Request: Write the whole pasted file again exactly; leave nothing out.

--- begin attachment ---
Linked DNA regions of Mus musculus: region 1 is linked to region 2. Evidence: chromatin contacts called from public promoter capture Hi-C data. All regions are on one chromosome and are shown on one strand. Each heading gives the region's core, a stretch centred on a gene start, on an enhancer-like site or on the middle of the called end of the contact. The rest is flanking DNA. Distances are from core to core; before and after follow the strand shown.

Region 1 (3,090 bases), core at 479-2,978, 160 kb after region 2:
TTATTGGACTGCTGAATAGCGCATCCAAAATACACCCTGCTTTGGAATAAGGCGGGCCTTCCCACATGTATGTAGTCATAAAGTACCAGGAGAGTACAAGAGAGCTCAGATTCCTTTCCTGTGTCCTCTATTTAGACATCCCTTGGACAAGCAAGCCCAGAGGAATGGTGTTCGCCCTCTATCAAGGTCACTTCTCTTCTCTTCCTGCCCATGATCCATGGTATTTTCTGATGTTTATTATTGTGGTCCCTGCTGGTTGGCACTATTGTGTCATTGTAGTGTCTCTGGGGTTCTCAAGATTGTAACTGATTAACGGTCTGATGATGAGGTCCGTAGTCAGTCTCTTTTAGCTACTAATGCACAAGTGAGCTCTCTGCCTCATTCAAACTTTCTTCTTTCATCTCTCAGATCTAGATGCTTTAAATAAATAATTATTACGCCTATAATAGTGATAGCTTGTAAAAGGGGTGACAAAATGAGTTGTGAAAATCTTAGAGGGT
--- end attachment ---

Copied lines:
Linked DNA regions of Mus musculus: region 1 is linked to region 2. Evidence: chromatin contacts called from public promoter capture Hi-C data. All regions are on one chromosome and are shown on one strand. Each heading gives the region's core, a stretch centred on a gene start, on an enhancer-like site or on the middle of the called end of the contact. The rest is flanking DNA. Distances are from core to core; before and after follow the strand shown.

Region 1 (3,090 bases), core at 479-2,978, 160 kb after region 2:
TTATTGGACTGCTGAATAGCGCATCCAAAATACACCCTGCTTTGGAATAAGGCGGGCCTTCCCACATGTATGTAGTCATAAAGTACCAGGAGAGTACAAGAGAGCTCAGATTCCTTTCCTGTGTCCTCTATTTAGACATCCCTTGGACAAGCAAGCCCAGAGGAATGGTGTTCGCCCTCTATCAAGGTCACTTCTCTTCTCTTCCTGCCCATGATCCATGGTATTTTCTGATGTTTATTATTGTGGTCCCTGCTGGTTGGCACTATTGTGTCATTGTAGTGTCTCTGGGGTTCTCAAGATTGTAACTGATTAACGGTCTGATGATGAGGTCCGTAGTCAGTCTCTTTTAGCTACTAATGCACAAGTGAGCTCTCTGCCTCATTCAAACTTTCTTCTTTCATCTCTCAGATCTAGATGCTTTAAATAAATAATTATTACGCCTATAATAGTGATAGCTTGTAAAAGGGGTGACAAAATGAGTTGTGAAAATCTTAGAGGGT